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Most swimming pools have lower temperatures than that of the human body – this is 25 to 28 degrees for the pools and 37 for the body. Some pools can be considerably colder and others warmer, but generally a swimming pool will always feel cold.
Through heat transference and heat conduction, the warmer bodies heat transfers to the cool surroundings (water) which does mean you get colder but the water won’t get any warmer unless the pool was heaving with people. Water feels cold because it steals heat from you body, and then spreads throughout the whole body of water. Because the area of water is so big, you will never feel the effects of it warming up.
For adults who can swim well this isn’t a problem but for children this can make them chilly if they don’t stay on top of it. Here’s some quick tips to help keep your children warm in a swimming pool.
Don’t dive in
It may sound counter intuitive but jumping straight in to ‘get it over with quickly’ isn’t the best way to go about it. This can give them cold shock and lose a lot of body heat quickly and it can take longer to acclimatise, ruining the initial experience. Wading in slowly, splashing some water on their upper body will help get the body and water closer together without a total shock.
Children’s bodies are poor are holding on to and generating heat, so diving in is worse for them than it is for adult. This is especially true for babies who are terrible at internal temperature management.
Go in slow and easy.
Swimming and generally moving in the pool is the best way to stay warm. The key is to keep the heart rate high so that blood runs faster in the veins. Slow moving blood makes the body get colder. Unless your child is swimming in a icy pool then constantly moving around and swimming will make them not even notice the low temperature until they get out. Over time, your child will acclimatise to the water and the temperature won’t bother them.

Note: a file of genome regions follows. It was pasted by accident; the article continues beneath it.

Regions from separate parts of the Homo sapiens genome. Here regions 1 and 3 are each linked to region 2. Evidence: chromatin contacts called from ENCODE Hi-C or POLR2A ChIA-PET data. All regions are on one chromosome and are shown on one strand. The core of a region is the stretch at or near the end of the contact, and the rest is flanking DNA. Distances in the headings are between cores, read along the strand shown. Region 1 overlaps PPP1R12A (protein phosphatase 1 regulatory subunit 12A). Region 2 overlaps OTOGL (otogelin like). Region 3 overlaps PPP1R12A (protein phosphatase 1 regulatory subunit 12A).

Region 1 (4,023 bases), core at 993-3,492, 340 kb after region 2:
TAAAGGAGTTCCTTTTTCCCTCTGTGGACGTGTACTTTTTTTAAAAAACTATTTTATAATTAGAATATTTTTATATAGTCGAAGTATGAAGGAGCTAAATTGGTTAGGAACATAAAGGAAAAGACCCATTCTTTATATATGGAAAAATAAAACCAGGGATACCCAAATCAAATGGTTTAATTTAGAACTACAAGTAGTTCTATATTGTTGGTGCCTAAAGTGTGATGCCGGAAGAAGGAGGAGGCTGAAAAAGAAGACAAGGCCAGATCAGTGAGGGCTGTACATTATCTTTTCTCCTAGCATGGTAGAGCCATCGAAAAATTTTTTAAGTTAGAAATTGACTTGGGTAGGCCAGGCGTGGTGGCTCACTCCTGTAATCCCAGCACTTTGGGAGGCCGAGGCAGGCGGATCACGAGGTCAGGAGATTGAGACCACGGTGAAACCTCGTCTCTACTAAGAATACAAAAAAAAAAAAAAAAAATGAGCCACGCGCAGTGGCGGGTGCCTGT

For babies, this isn’t as easy. Parents should try and get their heart rate going by helping them wade in, encouraging them to kick and splash their arms or by holding them with both hands and skimming them through the water, as if they are swimming.
For children who are unable to swim, make sure they have decent floaties to help them get the best out of the pool and be able to stay active (and therefore warm).
A wet suit (not a specialist diving suit!) for children can cover more surface area and add a layer which can slow down the process of conduction and keep them warmer, for longer. But, it’s not a cure all as even a wet suit still leaves some exposed surface area such as the head (more on this later), hands, legs and feet. Wet suits are recommended for younger children who aren’t as good at keeping themselves active or holding on to their heat in their muscles yet.
However, in terms of keeping children warm in the swimming pool this is certainly once of the best things you can buy along with all of our other tips which are free!
A swimming cap is another way to reduce exposed skin for the water to steal out of. However, on its own it will do very little as the head only covers 10% of your whole body’s surface area. It is a myth that most people lose heat through their head. However, working on conjunction with a long sleeved wet suit it can definitely add another layer and keep them warm for longer. With a wet suit, cap and swimming constantly your child may even end up feeling rather warm!
Unless they’re swimming in very cold pools or an outdoor swimming pools, children should be just fine keeping themselves warm by simply being active and splashing about. For those less active kids or ones who just seem to feel the cold more than others, we recommend a wet suit and a swimming cap to add an extra layer to keep the heat in. The magical thing about bodies is that there is always heat inside – the trick is how to create more of it (moving) and how to keep it in (suitable clothing).